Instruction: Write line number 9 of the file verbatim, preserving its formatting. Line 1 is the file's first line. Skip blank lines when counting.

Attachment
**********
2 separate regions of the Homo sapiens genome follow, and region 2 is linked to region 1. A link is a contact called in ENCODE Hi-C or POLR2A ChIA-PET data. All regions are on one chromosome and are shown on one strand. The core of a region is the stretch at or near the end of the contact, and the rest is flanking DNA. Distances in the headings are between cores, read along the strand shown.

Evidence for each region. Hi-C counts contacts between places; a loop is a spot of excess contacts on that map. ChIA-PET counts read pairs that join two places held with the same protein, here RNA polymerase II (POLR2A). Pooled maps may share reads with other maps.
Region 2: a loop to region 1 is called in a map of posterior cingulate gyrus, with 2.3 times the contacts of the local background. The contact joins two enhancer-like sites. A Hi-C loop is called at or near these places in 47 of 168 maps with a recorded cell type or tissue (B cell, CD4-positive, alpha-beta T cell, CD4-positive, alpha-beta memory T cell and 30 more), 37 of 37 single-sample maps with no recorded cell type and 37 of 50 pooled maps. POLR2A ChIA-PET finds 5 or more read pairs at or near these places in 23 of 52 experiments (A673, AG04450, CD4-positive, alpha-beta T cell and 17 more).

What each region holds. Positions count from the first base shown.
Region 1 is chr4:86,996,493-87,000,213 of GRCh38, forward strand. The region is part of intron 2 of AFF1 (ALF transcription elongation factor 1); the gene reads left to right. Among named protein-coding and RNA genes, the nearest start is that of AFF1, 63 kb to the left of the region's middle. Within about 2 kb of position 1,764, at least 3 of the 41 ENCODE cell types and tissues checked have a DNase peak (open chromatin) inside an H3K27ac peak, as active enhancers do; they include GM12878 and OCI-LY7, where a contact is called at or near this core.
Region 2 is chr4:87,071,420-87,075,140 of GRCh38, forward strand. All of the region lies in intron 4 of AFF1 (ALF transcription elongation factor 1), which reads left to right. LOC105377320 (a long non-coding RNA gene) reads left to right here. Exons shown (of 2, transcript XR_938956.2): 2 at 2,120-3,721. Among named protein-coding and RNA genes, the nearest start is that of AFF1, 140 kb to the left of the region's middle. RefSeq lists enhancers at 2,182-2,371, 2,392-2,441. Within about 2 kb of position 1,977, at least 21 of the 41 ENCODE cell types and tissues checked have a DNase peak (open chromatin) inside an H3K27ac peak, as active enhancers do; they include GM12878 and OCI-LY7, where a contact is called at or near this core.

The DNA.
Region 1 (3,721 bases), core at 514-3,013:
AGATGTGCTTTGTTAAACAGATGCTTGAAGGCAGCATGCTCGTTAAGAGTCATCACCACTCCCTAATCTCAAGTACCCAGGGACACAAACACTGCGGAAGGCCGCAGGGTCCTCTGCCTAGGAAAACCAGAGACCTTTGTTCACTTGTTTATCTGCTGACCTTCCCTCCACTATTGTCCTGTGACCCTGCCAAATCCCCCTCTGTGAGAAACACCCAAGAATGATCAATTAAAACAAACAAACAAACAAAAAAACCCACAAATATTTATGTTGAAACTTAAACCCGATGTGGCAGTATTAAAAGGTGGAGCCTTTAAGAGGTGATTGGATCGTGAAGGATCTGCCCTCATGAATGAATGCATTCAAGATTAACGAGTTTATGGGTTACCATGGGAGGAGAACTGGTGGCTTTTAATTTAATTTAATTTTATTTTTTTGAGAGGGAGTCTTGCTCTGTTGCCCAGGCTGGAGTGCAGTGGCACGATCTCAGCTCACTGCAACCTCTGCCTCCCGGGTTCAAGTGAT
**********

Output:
AGATGTGCTTTGTTAAACAGATGCTTGAAGGCAGCATGCTCGTTAAGAGTCATCACCACTCCCTAATCTCAAGTACCCAGGGACACAAACACTGCGGAAGGCCGCAGGGTCCTCTGCCTAGGAAAACCAGAGACCTTTGTTCACTTGTTTATCTGCTGACCTTCCCTCCACTATTGTCCTGTGACCCTGCCAAATCCCCCTCTGTGAGAAACACCCAAGAATGATCAATTAAAACAAACAAACAAACAAAAAAACCCACAAATATTTATGTTGAAACTTAAACCCGATGTGGCAGTATTAAAAGGTGGAGCCTTTAAGAGGTGATTGGATCGTGAAGGATCTGCCCTCATGAATGAATGCATTCAAGATTAACGAGTTTATGGGTTACCATGGGAGGAGAACTGGTGGCTTTTAATTTAATTTAATTTTATTTTTTTGAGAGGGAGTCTTGCTCTGTTGCCCAGGCTGGAGTGCAGTGGCACGATCTCAGCTCACTGCAACCTCTGCCTCCCGGGTTCAAGTGAT